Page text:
Don’t underestimate the power of a strong CTA (call to action)

By simply encouraging your audience to carry out a certain action, you could dramatically increase the effectiveness of your content. But how is this done?

Understand what you want to achieve.

We’ve already discussed the buyer’s journey in a previous post. Your CTAs are key to this. Consider what you want your audience to do next, and then make sure that your CTA speaks directly to this.

Not every audience member is ready to make a purchase. Instead, you may want to add to your roster of leads by encouraging a mailing list sign-up, or you may want to “warm up” your leads and foster engagement by encouraging the download of a free e-book or informational video.

Make sure you know exactly where the customer is on their journey and what you want them to do next.

It is difficult to achieve an ultra-personalised “smart CTA”, but by knowing where your customer is on their journey, you can tailor your CTAs to their situation. This has been shown to be far more effective than a generic “get in touch with our team” call to action.

Place CTAs strategically.

Let’s say you have a quick announcement to make. Perhaps a 200-word blog post is enough to get your message across. Deploying three or four CTAs will be overkill here — it’s just going to disrupt the flow of your content and turn off your audience.

But what about longer-form, evergreen content? These pieces might run to one, two, or even three thousand words. Unfortunately, you can’t expect your audience to stay with you right to the end. While some of your readers will hang on your every word, a substantial portion of your audience will have gotten the info they want and left your site long before they reach that all-important CTA buried at the bottom of the page.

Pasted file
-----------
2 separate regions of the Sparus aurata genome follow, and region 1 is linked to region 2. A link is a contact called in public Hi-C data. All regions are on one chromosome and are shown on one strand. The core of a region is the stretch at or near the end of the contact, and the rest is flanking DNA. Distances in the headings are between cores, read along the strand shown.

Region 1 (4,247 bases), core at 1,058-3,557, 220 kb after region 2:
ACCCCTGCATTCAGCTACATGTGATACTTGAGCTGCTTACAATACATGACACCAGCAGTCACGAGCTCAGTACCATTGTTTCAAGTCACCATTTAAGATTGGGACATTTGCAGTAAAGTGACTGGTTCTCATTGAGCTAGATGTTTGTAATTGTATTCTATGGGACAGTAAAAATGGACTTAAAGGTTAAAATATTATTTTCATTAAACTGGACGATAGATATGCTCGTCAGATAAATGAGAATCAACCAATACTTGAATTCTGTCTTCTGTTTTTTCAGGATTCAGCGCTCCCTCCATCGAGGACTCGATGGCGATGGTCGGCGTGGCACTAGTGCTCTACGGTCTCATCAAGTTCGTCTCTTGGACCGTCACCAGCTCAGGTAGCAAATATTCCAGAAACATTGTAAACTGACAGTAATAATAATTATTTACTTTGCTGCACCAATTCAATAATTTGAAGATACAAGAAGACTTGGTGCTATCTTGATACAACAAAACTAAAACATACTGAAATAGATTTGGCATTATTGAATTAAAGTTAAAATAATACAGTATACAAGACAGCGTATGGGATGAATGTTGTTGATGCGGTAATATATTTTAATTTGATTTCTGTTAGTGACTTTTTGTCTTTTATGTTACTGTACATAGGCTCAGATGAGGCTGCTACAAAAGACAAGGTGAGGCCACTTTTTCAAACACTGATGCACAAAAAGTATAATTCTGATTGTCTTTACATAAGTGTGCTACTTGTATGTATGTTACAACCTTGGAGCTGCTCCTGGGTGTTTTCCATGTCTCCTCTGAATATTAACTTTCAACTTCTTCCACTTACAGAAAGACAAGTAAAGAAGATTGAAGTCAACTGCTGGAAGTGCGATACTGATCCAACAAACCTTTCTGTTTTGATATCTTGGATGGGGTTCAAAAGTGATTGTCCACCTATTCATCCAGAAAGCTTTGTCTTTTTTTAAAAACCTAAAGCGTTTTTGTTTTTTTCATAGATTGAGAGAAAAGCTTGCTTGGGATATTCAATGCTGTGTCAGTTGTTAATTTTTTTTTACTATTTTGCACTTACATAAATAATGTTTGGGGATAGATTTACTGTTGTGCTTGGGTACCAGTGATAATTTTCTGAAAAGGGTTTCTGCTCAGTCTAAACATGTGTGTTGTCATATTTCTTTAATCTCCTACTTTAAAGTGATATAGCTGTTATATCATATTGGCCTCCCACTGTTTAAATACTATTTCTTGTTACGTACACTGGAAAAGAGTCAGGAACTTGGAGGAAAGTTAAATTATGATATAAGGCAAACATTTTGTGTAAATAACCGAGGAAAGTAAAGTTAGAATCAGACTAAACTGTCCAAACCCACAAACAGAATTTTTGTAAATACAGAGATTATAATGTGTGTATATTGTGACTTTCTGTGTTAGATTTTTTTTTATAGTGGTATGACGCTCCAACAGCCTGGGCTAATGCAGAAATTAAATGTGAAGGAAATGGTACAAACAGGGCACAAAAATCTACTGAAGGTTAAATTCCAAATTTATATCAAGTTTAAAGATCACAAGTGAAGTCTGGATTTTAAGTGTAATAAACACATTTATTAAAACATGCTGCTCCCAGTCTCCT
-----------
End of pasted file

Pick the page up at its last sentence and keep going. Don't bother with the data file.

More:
Consider this when deploying your CTAs. You don’t want to be too heavy-handed, but you do need to make sure that your audience is able to find them.

Gain insight from A/B testing.

A/B testing is one of those pieces of digital marketing jargon that is actually very simple. You deploy element A, and then you deploy element B, which is a slightly altered version of element A. You use analytics data to tell you which element works best.

Applying this to your CTAs is remarkably simple. Write a CTA and insert this into your content. Next, create another CTA with different wording or focus, and include this in your content. Then, track your analytics metrics based on what you want your audience to do next. You should be able to quickly identify which CTA is the most effective.

Don’t give up on CTAs.

It can take time to get your CTA right, but keep at it. These components of your content are crucial to optimising conversions and growing your audience.

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